Why is Prevent downplaying the threat of Islamism?

Britain’s counter-extremism programme has succumbed to political correctness.

Rakib Ehsan

Rakib Ehsan

Topics Identity Politics Politics UK

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The independent review into the Prevent de-radicalisation programme published this week has confirmed what many have long suspected – that Britain’s counter-extremism programme is simply not fit for purpose.

The review, authored by former chair of the Charity Commission William Shawcross, states that Prevent is ‘out of kilter’ with the rest of the counter-terrorism system. Prevent is meant to safeguard people from becoming terrorists or supporting terrorism. Yet, as the review shows, it is failing to to focus on the main source of terrorist activity – namely, Islamist extremism.

In the year ending 31 March 2022, the percentage of cases referred to Prevent following concerns over Islamist-related radicalisation was just 16 per cent. Meanwhile, the percentage of cases referred to Prevent involving concerns over extreme right-wing radicalisation stood at 20 per cent. This is completely at odds with the relative threats posed by Islamist and extreme right-wing terrorism. Indeed, 80 per cent of the Counter Terrorism Policing network’s live investigations are Islamist-related, while only 10 per cent of the investigations are associated with far-right extremism. Clearly, there is a fundamental mismatch between the ideological composition of cases referred to Prevent and the true nature of the terrorist threat in the UK.

One explanation for this mismatch might lie in where these referrals are coming from. For the year 2021-22, 36 per cent of referrals to Prevent were from the education sector, and 11 per cent from the healthcare sector. Given both sectors are dominated by those with ‘progressive’ biases, it is not unreasonable to suggest that they are more comfortable making referrals over suspected right-wing extremism than Islamism. Perhaps those involved fear being accused of racism or Islamophobia should they raise concerns about Islamist radicalisation.

The Shawcross review also emphasises the importance of promoting social cohesion. It says that schools have a responsibility to promote a sense of community and the ‘fundamental British values of democracy’ – the rule of law, individual liberty and mutual respect and tolerance of all beliefs and faiths. But this responsibility is being undermined by the predominant worldview of schoolteachers. Too often their commitment to identity politics comes at the cost of cultivating a sense of social solidarity at their own institutions.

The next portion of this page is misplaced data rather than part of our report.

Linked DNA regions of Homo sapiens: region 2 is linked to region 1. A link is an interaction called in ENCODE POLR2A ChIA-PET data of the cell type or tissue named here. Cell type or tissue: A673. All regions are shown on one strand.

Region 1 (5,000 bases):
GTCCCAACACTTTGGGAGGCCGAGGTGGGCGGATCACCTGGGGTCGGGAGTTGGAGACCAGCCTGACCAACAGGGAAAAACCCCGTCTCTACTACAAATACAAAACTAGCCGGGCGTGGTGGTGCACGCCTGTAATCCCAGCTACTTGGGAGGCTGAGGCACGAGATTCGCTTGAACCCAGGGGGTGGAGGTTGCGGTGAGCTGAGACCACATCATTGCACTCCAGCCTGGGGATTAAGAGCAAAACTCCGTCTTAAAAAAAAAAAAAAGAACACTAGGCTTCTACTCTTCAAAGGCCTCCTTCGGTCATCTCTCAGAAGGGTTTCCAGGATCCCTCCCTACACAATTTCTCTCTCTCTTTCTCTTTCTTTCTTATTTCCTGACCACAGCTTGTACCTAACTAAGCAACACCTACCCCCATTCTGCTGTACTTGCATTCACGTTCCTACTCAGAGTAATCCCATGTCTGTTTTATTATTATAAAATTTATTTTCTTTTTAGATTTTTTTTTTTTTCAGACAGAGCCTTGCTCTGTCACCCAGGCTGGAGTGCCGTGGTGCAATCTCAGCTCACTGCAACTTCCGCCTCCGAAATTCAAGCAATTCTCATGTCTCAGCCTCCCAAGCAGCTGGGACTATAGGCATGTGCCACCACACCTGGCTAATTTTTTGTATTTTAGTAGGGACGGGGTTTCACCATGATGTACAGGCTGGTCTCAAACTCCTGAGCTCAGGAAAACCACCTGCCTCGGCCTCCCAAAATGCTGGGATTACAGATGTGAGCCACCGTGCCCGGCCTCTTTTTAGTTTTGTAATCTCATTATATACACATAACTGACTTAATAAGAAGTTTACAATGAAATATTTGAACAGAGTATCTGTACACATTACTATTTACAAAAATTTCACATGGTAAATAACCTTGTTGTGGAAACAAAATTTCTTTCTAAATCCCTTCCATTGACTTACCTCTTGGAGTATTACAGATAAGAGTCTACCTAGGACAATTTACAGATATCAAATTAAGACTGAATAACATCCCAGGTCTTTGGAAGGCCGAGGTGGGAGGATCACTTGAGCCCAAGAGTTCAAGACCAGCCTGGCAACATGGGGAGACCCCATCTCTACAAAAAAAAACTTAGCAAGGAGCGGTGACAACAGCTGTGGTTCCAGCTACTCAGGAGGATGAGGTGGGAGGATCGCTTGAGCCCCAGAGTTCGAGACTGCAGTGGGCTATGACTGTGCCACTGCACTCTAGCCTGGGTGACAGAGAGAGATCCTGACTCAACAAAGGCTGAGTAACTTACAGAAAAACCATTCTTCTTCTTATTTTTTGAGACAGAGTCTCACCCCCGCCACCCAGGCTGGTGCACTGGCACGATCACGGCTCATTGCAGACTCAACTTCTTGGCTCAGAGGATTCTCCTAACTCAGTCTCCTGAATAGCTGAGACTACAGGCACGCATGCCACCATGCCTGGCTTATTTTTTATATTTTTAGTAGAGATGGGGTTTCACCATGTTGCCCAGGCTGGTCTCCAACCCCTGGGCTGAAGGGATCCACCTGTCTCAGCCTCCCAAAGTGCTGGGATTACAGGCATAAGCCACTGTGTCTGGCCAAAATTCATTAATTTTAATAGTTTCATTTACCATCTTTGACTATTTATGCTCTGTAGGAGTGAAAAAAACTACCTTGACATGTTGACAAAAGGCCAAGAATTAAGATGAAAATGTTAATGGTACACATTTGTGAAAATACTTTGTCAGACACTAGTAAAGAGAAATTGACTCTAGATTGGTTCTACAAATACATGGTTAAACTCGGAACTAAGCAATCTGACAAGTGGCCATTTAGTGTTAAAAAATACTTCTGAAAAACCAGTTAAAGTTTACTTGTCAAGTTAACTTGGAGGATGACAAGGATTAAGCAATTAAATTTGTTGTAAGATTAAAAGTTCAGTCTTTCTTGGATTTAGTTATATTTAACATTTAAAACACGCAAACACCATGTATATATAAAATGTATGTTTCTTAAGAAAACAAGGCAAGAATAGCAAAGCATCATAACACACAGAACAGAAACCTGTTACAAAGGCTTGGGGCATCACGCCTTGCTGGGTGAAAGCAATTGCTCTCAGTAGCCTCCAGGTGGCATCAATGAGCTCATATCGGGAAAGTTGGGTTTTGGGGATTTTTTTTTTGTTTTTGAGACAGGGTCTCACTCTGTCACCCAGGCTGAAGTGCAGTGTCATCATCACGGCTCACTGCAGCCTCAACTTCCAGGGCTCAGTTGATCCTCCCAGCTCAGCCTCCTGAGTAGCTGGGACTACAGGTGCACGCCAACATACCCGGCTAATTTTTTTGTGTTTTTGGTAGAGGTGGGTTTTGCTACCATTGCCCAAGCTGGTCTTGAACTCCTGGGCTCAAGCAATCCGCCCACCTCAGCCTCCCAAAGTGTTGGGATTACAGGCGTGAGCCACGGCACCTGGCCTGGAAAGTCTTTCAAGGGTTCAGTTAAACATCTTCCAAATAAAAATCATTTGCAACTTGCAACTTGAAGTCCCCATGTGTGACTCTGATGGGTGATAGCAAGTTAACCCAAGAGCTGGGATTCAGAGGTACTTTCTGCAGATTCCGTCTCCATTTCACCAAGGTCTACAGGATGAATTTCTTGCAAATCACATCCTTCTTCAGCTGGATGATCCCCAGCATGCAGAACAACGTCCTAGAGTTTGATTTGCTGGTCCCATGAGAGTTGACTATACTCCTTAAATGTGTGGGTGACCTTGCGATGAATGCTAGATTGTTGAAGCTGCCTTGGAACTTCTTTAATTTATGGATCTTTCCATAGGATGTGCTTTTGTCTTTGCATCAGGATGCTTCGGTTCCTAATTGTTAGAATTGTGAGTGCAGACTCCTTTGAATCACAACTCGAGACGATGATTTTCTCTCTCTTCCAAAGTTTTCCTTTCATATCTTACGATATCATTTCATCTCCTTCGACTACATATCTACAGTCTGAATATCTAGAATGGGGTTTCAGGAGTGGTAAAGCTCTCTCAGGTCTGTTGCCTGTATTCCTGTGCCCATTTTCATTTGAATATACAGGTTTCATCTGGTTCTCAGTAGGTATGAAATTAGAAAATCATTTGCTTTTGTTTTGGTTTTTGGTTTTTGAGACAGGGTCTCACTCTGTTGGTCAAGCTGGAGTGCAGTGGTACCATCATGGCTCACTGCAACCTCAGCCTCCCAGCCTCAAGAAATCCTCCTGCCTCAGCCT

The review states that ‘a more cohesive, fair and liberal society is worth striving for’. This echoes the sentiments of former counter-terrorism policing chief Neil Basu, who in 2017 noted the growth of segregated and isolated communities across Britain with alarm. According to Basu, these communities are breeding grounds for extremism and terror-related activity.

As I point out in my new independent report, we need a ‘liberal-conservative compromise’ when it comes to social integration and community cohesion. That means recognising the value of our diverse society, while, at the same time, actively promoting and conserving classically ‘British values’, including respect for the rule of law, democratic choice and freedom of association.

The costs to society of failed integration and weak social cohesion are high. The disorder in Leicester last autumn, in which mobs of largely Hindu and Muslim men fought running battles, was a case in point. The trouble in Leicester showed what happens when weak local leaders fail to integrate new and emerging communities in deprived parts of a city into a cohesive whole. It provides the ideal breeding ground for religious extremists and sectarian ideologues.

The Shawcross review serves as a timely reminder of the work still to be done on matters of security and cohesion in modern Britain. There are far too many public institutions that pander to identity politics and bestow a status of victimhood on those who are wholly undeserving of it.

If too much of our public-sector infrastructure, from health to education, continues to elevate politically correct imperatives over the security of our communities, then British citizens will continue to pay a grave price.

Rakib Ehsan is the author of the forthcoming book, Beyond Grievance, which is available to pre-order on Amazon.

Picture by: Getty.

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Topics Identity Politics Politics UK


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